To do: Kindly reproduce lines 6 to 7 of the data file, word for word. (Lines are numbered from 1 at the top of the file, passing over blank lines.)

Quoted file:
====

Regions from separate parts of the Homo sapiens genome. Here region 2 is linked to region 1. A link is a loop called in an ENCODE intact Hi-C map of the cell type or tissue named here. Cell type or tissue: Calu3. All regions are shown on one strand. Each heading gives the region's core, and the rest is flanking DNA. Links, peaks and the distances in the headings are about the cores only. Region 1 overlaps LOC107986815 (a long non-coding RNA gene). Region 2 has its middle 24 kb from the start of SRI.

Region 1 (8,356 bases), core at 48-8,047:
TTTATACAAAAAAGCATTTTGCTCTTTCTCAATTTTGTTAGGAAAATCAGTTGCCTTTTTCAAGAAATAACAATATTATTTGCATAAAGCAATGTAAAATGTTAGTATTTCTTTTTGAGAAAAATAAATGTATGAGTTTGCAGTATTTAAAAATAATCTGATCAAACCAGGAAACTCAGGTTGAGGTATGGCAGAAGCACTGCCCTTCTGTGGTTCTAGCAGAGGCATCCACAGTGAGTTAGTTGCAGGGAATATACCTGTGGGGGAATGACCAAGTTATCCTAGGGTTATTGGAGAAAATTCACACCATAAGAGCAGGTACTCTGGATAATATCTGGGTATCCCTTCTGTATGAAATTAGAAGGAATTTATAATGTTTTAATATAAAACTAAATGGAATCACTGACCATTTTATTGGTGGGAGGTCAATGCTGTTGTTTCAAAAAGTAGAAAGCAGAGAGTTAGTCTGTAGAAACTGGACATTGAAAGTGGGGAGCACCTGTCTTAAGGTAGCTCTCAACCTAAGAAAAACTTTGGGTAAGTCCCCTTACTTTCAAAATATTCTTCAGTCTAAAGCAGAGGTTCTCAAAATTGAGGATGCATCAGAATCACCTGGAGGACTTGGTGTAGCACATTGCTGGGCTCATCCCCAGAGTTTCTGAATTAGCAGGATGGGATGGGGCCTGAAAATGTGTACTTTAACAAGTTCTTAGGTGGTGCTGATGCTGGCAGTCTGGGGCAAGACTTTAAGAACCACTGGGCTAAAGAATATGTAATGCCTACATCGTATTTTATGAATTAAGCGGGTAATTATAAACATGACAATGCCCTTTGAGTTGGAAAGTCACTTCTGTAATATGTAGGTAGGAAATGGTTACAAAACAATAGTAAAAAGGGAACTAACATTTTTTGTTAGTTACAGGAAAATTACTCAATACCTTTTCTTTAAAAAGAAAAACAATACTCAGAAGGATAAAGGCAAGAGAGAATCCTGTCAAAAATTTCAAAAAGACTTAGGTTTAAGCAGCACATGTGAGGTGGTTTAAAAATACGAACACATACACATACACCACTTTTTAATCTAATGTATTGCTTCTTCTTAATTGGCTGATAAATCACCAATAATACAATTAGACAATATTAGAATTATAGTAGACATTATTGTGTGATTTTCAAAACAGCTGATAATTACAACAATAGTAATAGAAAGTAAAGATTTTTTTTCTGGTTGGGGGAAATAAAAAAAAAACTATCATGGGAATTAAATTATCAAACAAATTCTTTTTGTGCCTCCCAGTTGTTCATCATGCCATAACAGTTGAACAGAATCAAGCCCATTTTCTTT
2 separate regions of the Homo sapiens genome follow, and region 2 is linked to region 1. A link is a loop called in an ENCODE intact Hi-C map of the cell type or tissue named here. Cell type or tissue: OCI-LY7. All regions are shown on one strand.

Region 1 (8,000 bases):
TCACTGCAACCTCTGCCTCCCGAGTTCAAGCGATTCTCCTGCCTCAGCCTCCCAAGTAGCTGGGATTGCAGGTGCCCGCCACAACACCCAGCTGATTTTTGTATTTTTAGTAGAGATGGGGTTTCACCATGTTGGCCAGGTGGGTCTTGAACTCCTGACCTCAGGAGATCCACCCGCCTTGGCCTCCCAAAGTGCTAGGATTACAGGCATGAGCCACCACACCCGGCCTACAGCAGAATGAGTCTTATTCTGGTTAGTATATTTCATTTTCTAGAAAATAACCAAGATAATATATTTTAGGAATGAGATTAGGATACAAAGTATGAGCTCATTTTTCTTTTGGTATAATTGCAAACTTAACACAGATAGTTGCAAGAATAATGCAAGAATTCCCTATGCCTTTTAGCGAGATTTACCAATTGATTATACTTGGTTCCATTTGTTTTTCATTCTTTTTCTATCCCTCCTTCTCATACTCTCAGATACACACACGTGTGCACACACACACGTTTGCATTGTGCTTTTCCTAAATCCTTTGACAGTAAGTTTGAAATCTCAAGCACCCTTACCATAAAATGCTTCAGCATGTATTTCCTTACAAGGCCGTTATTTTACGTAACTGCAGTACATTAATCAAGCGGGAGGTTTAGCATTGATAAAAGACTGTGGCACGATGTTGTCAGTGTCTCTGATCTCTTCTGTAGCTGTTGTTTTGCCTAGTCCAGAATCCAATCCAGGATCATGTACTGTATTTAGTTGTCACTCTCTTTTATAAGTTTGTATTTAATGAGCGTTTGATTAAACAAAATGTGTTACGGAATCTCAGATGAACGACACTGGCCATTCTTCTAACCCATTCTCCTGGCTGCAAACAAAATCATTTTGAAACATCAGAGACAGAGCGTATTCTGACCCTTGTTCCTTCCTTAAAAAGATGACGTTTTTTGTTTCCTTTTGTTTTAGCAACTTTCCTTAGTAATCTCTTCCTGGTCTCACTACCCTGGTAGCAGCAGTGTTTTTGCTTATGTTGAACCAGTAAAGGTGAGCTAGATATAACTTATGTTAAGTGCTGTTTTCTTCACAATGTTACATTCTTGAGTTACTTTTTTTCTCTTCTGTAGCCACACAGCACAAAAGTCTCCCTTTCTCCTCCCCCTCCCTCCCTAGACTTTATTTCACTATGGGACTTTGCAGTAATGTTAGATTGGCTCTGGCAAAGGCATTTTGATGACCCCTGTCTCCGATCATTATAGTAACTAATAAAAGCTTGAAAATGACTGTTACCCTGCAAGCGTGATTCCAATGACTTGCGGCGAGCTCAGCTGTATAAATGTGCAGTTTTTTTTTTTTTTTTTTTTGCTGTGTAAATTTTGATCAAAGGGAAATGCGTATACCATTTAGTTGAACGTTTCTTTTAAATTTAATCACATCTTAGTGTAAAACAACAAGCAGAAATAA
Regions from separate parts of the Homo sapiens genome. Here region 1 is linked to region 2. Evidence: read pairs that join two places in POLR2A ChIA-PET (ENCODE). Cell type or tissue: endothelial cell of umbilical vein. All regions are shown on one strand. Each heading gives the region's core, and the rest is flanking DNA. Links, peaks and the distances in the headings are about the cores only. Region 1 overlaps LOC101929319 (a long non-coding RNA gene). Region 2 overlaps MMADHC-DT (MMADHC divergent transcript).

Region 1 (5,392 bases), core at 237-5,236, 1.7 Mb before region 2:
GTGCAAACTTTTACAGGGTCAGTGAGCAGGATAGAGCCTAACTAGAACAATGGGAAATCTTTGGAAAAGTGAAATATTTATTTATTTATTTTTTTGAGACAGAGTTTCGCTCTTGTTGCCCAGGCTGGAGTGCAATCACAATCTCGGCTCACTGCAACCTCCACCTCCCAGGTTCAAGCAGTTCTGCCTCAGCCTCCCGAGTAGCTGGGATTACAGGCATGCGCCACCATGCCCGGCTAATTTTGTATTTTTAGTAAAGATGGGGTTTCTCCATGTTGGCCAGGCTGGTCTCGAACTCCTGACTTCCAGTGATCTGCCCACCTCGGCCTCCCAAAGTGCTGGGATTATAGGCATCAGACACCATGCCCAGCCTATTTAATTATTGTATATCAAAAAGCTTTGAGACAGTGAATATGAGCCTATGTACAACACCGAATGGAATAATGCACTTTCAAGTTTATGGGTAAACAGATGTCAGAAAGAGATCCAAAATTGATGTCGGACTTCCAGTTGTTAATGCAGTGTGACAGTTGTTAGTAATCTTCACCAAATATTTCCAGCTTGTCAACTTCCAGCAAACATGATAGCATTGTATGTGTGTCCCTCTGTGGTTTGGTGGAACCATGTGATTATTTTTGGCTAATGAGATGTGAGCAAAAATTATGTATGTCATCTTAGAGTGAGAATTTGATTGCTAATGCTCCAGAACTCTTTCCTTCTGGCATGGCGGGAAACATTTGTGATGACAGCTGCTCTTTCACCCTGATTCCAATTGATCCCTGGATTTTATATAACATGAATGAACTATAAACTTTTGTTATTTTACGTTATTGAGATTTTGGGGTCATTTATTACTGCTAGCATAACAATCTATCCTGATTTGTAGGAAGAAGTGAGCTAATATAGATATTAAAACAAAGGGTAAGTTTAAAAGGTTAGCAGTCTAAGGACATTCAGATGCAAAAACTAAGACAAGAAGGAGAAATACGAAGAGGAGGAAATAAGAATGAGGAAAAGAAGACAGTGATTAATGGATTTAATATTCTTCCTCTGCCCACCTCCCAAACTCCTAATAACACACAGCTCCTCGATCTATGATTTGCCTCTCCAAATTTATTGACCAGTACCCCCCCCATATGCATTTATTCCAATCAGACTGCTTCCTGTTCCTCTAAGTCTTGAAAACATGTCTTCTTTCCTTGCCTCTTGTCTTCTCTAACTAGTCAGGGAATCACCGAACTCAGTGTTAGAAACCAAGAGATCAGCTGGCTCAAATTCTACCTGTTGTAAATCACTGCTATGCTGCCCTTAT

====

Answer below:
TCACTGCAACCTCTGCCTCCCGAGTTCAAGCGATTCTCCTGCCTCAGCCTCCCAAGTAGCTGGGATTGCAGGTGCCCGCCACAACACCCAGCTGATTTTTGTATTTTTAGTAGAGATGGGGTTTCACCATGTTGGCCAGGTGGGTCTTGAACTCCTGACCTCAGGAGATCCACCCGCCTTGGCCTCCCAAAGTGCTAGGATTACAGGCATGAGCCACCACACCCGGCCTACAGCAGAATGAGTCTTATTCTGGTTAGTATATTTCATTTTCTAGAAAATAACCAAGATAATATATTTTAGGAATGAGATTAGGATACAAAGTATGAGCTCATTTTTCTTTTGGTATAATTGCAAACTTAACACAGATAGTTGCAAGAATAATGCAAGAATTCCCTATGCCTTTTAGCGAGATTTACCAATTGATTATACTTGGTTCCATTTGTTTTTCATTCTTTTTCTATCCCTCCTTCTCATACTCTCAGATACACACACGTGTGCACACACACACGTTTGCATTGTGCTTTTCCTAAATCCTTTGACAGTAAGTTTGAAATCTCAAGCACCCTTACCATAAAATGCTTCAGCATGTATTTCCTTACAAGGCCGTTATTTTACGTAACTGCAGTACATTAATCAAGCGGGAGGTTTAGCATTGATAAAAGACTGTGGCACGATGTTGTCAGTGTCTCTGATCTCTTCTGTAGCTGTTGTTTTGCCTAGTCCAGAATCCAATCCAGGATCATGTACTGTATTTAGTTGTCACTCTCTTTTATAAGTTTGTATTTAATGAGCGTTTGATTAAACAAAATGTGTTACGGAATCTCAGATGAACGACACTGGCCATTCTTCTAACCCATTCTCCTGGCTGCAAACAAAATCATTTTGAAACATCAGAGACAGAGCGTATTCTGACCCTTGTTCCTTCCTTAAAAAGATGACGTTTTTTGTTTCCTTTTGTTTTAGCAACTTTCCTTAGTAATCTCTTCCTGGTCTCACTACCCTGGTAGCAGCAGTGTTTTTGCTTATGTTGAACCAGTAAAGGTGAGCTAGATATAACTTATGTTAAGTGCTGTTTTCTTCACAATGTTACATTCTTGAGTTACTTTTTTTCTCTTCTGTAGCCACACAGCACAAAAGTCTCCCTTTCTCCTCCCCCTCCCTCCCTAGACTTTATTTCACTATGGGACTTTGCAGTAATGTTAGATTGGCTCTGGCAAAGGCATTTTGATGACCCCTGTCTCCGATCATTATAGTAACTAATAAAAGCTTGAAAATGACTGTTACCCTGCAAGCGTGATTCCAATGACTTGCGGCGAGCTCAGCTGTATAAATGTGCAGTTTTTTTTTTTTTTTTTTTTGCTGTGTAAATTTTGATCAAAGGGAAATGCGTATACCATTTAGTTGAACGTTTCTTTTAAATTTAATCACATCTTAGTGTAAAACAACAAGCAGAAATAA
Regions from separate parts of the Homo sapiens genome. Here region 1 is linked to region 2. Evidence: read pairs that join two places in POLR2A ChIA-PET (ENCODE). Cell type or tissue: endothelial cell of umbilical vein. All regions are shown on one strand. Each heading gives the region's core, and the rest is flanking DNA. Links, peaks and the distances in the headings are about the cores only. Region 1 overlaps LOC101929319 (a long non-coding RNA gene). Region 2 overlaps MMADHC-DT (MMADHC divergent transcript).